March was ume (Japanese Plum) blossom season and while there are many plum trees in our neighborhood and even four of them in our own yard, there is nothing like a visit to Kairakuen - Mito City's hilltop park with 3,000 ume trees of 100 varieties overlooking beautiful Lake Senba - to celebrate Ume Matsuri. We went twice this year, as we often do, in order to see the blossoms in different stages. The air is filled the sweet scent of the blossoms ~ heavenly. No wonder this park was an inspiration for poetry during the Edo period.
(There also sugi trees (Japanese cedar) adding their pollen to the air, bringing allergy attacks to some folks, like the Moody Minstrel.)
In addition to the Japanese plum trees, there is a grove of cedars and another of bamboo, plus gardens, ponds and Kobuntei - a villa which you can walk through, built in 1841 by 9th Daimyo (Lord) of Mito, Tokugawa Nariaki. You can read about the history of the park in one of the previous posts here: Umematsuri - Plum Festival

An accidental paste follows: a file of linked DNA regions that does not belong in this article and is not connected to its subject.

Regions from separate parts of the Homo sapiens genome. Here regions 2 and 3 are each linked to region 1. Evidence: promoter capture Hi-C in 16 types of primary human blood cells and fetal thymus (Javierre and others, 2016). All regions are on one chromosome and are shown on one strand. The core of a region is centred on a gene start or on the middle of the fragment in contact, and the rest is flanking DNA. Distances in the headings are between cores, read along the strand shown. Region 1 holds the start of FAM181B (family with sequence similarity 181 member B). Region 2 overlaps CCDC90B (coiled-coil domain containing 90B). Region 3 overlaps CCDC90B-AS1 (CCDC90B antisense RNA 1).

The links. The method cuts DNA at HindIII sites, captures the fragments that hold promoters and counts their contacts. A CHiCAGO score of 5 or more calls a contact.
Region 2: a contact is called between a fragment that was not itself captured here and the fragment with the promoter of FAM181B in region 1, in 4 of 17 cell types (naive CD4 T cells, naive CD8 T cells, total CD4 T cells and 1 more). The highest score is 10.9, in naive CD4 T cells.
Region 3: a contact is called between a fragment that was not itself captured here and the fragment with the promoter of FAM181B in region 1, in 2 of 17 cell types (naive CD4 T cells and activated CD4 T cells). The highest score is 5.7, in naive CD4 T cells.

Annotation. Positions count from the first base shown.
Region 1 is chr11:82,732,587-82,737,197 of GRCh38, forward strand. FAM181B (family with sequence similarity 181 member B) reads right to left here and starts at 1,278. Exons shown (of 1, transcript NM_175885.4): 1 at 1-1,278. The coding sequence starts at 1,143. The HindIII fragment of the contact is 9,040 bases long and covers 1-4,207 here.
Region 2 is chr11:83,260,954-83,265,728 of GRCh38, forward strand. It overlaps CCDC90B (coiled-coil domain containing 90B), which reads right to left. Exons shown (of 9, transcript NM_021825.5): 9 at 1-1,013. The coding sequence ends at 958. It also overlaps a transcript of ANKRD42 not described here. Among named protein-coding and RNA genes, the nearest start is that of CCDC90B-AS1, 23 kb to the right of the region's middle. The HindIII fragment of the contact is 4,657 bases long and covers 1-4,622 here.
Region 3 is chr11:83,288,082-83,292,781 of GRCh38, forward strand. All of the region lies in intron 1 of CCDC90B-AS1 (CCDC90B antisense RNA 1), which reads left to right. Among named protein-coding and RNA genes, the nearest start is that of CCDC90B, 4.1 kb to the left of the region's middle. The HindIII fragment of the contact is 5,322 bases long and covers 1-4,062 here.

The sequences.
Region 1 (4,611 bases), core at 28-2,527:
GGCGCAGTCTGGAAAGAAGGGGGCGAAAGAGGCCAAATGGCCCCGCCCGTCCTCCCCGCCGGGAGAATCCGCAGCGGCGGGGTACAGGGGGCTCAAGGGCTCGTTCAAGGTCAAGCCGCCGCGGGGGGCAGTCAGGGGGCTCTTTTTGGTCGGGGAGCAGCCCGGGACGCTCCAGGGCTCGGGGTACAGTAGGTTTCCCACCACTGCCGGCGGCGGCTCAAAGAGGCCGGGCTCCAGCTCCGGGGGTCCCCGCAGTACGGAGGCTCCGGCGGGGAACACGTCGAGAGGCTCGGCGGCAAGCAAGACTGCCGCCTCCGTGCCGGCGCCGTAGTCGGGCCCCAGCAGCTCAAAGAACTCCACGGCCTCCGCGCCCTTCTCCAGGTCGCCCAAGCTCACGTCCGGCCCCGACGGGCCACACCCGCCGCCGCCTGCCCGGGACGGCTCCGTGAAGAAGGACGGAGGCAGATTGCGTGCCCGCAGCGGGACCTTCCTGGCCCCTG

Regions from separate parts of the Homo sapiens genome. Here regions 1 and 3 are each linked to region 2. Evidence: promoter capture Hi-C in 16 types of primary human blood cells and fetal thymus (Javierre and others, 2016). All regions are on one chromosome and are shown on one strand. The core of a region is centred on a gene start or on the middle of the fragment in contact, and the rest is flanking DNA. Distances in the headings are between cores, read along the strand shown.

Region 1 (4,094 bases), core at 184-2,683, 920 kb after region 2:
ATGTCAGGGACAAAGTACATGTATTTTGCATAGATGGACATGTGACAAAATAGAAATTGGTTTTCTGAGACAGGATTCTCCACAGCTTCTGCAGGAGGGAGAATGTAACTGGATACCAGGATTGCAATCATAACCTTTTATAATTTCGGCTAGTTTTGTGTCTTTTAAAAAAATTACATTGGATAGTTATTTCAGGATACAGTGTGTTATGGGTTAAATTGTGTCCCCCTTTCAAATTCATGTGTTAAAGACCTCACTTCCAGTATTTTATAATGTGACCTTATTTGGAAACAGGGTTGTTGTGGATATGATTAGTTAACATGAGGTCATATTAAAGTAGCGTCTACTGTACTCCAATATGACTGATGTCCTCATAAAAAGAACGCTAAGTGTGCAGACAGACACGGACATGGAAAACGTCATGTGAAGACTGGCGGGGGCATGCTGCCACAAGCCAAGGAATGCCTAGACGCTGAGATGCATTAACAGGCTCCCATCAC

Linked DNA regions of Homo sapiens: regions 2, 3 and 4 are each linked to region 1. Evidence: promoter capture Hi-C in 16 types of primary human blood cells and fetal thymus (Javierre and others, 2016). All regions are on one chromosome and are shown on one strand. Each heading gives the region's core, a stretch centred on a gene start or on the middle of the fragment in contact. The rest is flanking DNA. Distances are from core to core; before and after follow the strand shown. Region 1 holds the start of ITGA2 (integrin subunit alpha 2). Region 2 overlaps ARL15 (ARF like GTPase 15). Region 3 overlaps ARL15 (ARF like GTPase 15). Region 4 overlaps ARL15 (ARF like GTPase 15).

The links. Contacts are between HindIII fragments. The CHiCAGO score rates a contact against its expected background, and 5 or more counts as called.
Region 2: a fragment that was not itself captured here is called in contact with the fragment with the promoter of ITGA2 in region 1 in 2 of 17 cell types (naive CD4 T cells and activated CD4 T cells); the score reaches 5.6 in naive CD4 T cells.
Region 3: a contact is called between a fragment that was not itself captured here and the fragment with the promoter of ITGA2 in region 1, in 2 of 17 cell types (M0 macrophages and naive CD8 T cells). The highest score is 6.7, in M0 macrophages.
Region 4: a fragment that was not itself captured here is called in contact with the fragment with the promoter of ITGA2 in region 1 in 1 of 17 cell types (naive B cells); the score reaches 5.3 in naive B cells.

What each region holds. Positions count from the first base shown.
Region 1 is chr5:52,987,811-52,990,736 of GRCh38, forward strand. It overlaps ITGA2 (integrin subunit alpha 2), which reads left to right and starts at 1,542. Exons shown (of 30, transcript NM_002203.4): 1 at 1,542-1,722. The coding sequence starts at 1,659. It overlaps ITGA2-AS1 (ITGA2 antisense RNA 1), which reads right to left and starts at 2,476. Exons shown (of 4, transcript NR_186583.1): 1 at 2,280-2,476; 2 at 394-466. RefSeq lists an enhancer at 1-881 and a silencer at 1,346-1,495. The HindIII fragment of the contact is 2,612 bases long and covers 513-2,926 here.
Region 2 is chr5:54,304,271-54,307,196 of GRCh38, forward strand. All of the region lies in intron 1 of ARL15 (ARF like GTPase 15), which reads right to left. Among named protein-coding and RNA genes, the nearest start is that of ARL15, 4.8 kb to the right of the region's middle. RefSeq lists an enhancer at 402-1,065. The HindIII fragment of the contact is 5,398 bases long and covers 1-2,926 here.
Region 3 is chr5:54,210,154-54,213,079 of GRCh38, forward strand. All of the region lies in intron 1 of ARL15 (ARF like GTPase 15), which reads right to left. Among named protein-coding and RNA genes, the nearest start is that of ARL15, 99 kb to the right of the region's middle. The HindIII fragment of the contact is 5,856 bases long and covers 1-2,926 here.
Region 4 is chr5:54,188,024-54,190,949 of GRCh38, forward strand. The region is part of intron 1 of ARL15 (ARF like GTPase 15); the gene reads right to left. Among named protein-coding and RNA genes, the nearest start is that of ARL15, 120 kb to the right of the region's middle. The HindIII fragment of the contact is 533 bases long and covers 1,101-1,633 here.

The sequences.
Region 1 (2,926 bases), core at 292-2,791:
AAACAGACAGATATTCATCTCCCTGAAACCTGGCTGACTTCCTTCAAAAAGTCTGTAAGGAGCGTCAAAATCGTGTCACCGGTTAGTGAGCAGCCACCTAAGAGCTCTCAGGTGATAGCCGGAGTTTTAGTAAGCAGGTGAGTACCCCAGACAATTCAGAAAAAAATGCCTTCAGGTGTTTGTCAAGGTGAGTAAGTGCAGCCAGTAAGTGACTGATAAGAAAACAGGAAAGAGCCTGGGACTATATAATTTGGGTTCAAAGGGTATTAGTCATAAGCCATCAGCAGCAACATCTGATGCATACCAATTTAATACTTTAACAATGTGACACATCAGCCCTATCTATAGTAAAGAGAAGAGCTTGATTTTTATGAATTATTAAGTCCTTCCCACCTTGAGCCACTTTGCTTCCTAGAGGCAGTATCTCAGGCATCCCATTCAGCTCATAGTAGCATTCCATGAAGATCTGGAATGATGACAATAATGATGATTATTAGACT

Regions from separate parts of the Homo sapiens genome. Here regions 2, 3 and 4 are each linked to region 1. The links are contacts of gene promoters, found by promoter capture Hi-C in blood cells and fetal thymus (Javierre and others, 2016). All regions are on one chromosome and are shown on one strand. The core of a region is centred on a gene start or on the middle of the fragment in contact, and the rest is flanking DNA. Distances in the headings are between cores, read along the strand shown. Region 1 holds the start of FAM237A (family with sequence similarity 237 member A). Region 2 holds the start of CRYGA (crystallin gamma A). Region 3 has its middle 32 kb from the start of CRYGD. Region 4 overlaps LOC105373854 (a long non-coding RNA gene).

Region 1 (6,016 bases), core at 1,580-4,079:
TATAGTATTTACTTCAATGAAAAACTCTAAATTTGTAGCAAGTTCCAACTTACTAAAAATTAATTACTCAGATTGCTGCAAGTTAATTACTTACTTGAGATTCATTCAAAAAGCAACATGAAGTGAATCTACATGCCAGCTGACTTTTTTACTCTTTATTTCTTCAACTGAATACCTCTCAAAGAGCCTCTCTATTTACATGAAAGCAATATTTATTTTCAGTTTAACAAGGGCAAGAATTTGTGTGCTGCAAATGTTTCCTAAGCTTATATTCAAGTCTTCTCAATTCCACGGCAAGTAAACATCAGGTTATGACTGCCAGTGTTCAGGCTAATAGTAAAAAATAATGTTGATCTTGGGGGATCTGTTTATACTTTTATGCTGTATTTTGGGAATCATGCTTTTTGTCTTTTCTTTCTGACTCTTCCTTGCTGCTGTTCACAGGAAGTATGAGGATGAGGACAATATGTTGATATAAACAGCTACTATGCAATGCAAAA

The blossoms were awesome, there were the usual young women dressed in Kimono as "Ume Abassadors" to pose with visitors, various shops selling delicious bento lunches, potted ume plants (K bought one which she is shown holding in our St. Patrick's Day post), that infamous fermented soy health food "natto" for which I have actually acquired a taste, ume flavored tea, and more. The post office even sets up a booth and sells stamps featuring the park and other stamps showing flowers of different parts of Japan.
As for "even some to drink" - there is "umeshu" (plum liqueur), pictured at the top of this post, which is made with whole plums in shochu (distilled spirits from rice or sweet potatoes), and honey. A bit sweet for my taste, but very good none the less with a definite aroma and flavor of ume. A lot of people make their own and in our neighborhood tarps can be seen under plum trees to collect the falling fruit. Plum wine is also popular.
Our view as we sat on a log railing eating our bento lunches.
This spring called "To-Gyoku-Sen" (to eject-jewel-fountain) has been in use for centuries. The water tastes excellent, and is said to cure eye diseases. The current stone was placed there in 1989 and is marble from Mt. Mayumi, north of Mito.
Bamboo grove - I like the fence too.
K buying a potted ume tree.
Pandabonium, holding K's ume tree flanked by Ume Ambassadors.
A slide show of some of this year's blossoms...